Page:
Let’s Stop Shaming Wimpy Parents
You are standing in a grocery store, and a 3-year-old waiting in line with their parent throws a dozen eggs onto the floor. The parent smiles looks at the check-out employee and says “Oh my daughter is so intelligent; it’s really a challenge to keep her interested when I’m shopping.” The parent stands and smiles while another clerk cleans up the mess and offers no help, or pay for the broken eggs. You are watching and quite disgusted with the parent’s lack of action.
Parents have been told by many of us, including psychologists (I’m one and most of my colleagues hate it when I say this), that any form of discipline will harm their child. The word “no” isn’t something most children hear today. We read of studies where spanking is a very bad thing and that it often leads to violence or crime later in life. We rarely hear of studies, however, that suggest 100% of successful CEOs were spanked as children, or that over 70% of parents believe that some form of spanking or corporal punishment is still a parent’s right to choose as a form of discipline.
But parents do understand if we give them permission to use common sense and what they know to be correct. The only reason to be a parent is to raise a child that is capable of taking on the world when we are no longer available to them. That is it. It’s not about being their friend, making them avoid failure, stopping them from losing at a sport or competition or protecting them from natural consequences.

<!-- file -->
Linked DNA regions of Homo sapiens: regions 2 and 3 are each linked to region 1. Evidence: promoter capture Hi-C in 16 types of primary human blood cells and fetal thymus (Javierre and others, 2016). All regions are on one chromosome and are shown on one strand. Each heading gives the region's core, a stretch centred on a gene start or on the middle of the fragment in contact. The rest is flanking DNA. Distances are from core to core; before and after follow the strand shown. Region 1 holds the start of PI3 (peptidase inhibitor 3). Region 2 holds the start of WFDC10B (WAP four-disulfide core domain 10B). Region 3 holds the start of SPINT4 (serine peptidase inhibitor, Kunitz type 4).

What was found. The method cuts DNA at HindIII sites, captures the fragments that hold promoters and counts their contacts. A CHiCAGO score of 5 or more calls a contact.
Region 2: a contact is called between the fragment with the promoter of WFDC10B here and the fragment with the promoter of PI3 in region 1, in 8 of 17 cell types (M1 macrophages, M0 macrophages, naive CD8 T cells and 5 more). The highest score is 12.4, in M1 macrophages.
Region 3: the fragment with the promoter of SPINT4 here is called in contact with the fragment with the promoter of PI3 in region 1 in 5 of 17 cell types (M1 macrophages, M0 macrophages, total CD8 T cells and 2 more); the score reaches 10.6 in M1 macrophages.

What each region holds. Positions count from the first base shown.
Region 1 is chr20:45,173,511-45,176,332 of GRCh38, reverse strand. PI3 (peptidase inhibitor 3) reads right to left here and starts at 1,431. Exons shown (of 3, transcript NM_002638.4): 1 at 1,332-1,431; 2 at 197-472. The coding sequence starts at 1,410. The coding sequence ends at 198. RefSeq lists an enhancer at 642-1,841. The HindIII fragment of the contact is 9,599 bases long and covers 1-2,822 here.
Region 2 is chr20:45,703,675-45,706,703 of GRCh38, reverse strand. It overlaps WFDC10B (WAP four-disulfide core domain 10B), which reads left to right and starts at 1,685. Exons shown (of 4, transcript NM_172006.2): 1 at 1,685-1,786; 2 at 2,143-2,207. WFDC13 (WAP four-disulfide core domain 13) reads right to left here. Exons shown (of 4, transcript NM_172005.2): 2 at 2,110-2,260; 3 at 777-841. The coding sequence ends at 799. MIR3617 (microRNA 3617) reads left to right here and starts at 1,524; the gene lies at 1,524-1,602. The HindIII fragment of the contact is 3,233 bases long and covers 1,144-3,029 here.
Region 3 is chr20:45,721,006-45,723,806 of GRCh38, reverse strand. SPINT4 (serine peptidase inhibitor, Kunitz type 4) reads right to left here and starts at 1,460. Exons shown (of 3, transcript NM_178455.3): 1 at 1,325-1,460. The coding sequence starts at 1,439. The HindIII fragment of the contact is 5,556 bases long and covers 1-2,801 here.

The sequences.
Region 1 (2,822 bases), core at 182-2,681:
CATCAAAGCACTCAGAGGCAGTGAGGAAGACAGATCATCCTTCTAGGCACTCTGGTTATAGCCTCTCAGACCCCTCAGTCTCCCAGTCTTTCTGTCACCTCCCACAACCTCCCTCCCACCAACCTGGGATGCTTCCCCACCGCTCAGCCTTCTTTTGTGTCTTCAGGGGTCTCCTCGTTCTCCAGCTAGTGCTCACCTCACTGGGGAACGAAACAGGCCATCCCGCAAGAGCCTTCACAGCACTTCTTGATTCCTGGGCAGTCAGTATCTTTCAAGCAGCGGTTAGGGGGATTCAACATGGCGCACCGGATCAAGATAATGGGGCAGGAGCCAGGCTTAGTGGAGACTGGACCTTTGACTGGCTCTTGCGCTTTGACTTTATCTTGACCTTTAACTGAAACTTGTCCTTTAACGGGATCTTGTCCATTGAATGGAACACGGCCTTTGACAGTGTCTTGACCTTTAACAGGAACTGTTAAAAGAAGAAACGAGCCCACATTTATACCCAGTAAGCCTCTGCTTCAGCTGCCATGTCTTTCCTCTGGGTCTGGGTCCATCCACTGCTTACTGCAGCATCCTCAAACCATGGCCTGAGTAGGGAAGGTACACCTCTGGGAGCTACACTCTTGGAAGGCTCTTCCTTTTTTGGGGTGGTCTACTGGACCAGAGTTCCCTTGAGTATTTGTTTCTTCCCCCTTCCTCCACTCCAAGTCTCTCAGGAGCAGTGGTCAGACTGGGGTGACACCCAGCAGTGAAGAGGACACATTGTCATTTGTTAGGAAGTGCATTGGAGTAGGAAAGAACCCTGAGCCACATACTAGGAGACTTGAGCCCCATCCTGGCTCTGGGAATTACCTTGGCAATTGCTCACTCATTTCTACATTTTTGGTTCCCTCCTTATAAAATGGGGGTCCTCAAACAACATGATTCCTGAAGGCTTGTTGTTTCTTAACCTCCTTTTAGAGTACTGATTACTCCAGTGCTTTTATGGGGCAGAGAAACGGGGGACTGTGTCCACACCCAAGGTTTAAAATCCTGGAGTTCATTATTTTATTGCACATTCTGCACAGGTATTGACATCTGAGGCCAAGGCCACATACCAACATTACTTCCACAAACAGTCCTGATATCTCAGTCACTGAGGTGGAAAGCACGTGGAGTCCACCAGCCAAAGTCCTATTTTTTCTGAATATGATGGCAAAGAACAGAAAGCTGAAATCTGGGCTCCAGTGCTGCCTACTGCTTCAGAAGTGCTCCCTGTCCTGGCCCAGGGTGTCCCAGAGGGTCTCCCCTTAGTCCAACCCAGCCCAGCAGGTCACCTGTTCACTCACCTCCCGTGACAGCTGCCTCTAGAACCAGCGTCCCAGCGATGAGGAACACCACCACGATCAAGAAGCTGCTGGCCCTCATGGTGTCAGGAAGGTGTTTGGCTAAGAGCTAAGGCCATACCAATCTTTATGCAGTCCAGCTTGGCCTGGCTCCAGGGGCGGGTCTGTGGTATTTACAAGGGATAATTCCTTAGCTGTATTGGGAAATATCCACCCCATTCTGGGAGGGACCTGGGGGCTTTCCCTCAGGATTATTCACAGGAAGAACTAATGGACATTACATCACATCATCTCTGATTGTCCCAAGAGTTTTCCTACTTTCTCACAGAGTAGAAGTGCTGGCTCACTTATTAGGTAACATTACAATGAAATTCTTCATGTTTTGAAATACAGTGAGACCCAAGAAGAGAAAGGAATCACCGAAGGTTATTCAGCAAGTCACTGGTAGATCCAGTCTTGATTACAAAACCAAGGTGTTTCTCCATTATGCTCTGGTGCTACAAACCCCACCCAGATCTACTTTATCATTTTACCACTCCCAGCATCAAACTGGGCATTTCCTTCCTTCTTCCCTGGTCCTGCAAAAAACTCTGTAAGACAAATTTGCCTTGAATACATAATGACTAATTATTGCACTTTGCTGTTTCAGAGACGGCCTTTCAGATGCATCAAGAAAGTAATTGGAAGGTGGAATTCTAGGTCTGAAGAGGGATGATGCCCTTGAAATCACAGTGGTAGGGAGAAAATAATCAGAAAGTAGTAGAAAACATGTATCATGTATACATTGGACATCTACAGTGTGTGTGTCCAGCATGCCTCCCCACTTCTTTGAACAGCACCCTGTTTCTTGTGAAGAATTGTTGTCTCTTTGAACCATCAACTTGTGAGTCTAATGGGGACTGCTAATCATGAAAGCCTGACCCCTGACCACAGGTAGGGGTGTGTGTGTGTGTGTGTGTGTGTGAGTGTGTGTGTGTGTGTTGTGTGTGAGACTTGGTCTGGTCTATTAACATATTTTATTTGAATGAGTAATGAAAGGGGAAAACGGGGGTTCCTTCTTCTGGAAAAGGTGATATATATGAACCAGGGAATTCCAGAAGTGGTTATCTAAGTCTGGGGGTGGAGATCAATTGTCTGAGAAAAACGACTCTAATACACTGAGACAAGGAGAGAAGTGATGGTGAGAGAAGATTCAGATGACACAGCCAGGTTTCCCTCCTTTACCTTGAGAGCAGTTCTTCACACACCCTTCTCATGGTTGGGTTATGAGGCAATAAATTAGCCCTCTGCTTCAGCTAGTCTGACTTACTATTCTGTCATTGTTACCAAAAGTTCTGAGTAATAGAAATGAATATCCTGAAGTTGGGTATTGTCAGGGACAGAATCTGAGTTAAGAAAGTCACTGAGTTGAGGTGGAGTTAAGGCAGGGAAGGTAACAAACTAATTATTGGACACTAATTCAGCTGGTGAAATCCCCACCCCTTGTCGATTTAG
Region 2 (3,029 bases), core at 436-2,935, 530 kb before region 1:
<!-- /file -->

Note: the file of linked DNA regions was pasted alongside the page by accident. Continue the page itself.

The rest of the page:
If a 3-year-old can’t behave at a grocery store, don’t take them shopping. If you do and they cause damage, make them help you to clean it up and pay for the loss. Apologize, apologize and buck up. No need to be ashamed of what just happened as it’s a learning experience for you and them.
Shame is something many grandparents use when they witness this wimpy parenting style. “I would never let you get away with that when you were in the grocery store with me. I would have had the courage to give you a quick one on the behind and you would have never tried that again.”
Instead of shaming, let’s give advice, permission and support to young parents so that they know their jobs better than we did, and if they choose, the permission to discipline their children. Yes, that may include an occasional swat on the behind.